Is public education the civil rights issue of our time? Yes! And the situation in New Jersey is alarming.
Public schools in our state are among the most racially and economically segregated in the nation. Equally troubling, recent policy initiatives are targeting public schools attended primarily by low-income children of color for harmful interventions while disenfranchising local communities from democratically governing those public schools.
Here are seven of the most significant examples:
Crumbling, Inadequate, and Unsafe School Facilities
Trenton High’s 1,800 students, and thousands of others, attend schools plagued by rats, roaches, asbestos, and black mold because the Christie Administration has all but frozen the work of the Schools Development Authority. The authority is charged by law with building and renovating public schools in the 31 former Abbott districts, while those school districts are precluded from repairing or rebuilding their dilapidated public schools.
State Control of School Districts
All four of the school districts taken over by the State — Camden, Jersey City, Newark, and Paterson — are populated overwhelmingly by students of color. There are many New Jersey school districts facing steep challenges, but only those in communities of color seem to be vulnerable to indefinite State takeover and the resulting loss of democratic control.
Reductions in School Funding
New Jersey public schools have been underfunded by the State by an astonishing $5.2 billion since 2010. This shortfall has been most severe in school districts populated primarily by children of color. For example, the Paterson, Elizabeth, and Newark school districts combined lost over $300 million since 2010. If the New Jersey Supreme Court had not intervened in 2012 to restore some of the funding, the damage would have been even greater. Gov. Chris Christie also tried repeatedly to permanently alter the State’s school funding formula, to reduce funding for the almost 40 percent of New Jersey public school students who are low-income and/or Limited English Proficient.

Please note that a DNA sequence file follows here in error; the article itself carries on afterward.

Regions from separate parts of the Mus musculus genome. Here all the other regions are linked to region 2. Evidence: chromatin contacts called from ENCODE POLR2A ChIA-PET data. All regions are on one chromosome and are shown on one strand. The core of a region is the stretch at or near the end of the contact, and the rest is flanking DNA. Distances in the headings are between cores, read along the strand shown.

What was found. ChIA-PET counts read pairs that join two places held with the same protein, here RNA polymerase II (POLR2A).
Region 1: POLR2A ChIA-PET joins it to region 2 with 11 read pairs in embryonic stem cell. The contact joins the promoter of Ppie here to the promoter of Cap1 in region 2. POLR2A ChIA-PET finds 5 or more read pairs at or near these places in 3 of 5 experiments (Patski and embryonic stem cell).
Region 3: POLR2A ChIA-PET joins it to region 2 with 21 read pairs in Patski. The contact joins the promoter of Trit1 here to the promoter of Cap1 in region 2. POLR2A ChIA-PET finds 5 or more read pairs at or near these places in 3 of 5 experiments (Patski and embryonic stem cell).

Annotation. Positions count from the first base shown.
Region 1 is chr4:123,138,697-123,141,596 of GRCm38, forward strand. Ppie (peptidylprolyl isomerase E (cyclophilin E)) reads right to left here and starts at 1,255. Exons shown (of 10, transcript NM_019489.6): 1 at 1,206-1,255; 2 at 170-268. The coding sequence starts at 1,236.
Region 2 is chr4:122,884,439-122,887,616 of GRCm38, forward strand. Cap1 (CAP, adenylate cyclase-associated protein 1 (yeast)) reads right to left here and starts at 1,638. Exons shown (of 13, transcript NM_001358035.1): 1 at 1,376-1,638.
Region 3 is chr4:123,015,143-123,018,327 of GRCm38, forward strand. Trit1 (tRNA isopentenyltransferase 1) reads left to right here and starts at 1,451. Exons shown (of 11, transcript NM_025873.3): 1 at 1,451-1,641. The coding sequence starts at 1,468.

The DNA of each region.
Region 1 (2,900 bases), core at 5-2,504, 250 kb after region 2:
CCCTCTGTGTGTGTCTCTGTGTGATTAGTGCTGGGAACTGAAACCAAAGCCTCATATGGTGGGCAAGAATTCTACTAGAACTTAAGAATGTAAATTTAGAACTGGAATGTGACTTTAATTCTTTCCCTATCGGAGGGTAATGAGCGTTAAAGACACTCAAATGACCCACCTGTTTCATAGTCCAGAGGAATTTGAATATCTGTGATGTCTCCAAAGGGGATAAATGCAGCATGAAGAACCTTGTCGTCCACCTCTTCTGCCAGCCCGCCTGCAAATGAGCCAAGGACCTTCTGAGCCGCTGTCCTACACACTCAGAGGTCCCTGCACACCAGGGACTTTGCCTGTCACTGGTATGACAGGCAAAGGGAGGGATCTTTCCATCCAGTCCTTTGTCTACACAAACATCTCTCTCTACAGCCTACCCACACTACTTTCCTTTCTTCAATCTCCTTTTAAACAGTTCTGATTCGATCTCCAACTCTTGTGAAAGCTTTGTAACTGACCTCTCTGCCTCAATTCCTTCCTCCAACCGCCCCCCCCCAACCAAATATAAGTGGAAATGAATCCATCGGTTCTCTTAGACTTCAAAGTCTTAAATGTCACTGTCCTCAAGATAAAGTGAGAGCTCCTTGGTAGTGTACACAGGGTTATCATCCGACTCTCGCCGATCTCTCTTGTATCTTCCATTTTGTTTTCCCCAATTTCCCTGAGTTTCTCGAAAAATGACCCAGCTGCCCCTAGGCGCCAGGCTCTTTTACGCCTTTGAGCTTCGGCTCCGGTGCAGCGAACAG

Taxpayer-Funded Vouchers for Private and Religious Education
Christie and some legislators in both parties promote taxpayer-funded vouchers specifically for communities of color. Vouchers were used in Southern states during the 1960s as a method of intentionally perpetuating segregation. To prevent children of color from attending all-white public schools, some districts closed those schools and issued vouchers to the white families that were only good at segregated private schools, known as segregation academies. The more recent history of voucher use in other states confirms that they continue to increase segregation. What vouchers have consistently failed to do is to provide a better education for children. In fact, Wisconsin and Louisiana voucher students actually performed worse than students who stayed in the public schools.
Because efforts to promote universal vouchers have failed to win popular support, proponents began marketing vouchers specifically to low-income communities of color. Despite the marketing, Rutgers Professor Dr. Bruce Baker found that most of New Jersey’s voucher money would actually flow to the parents of children already attending all-white religious schools.
Expansion of Charter Schools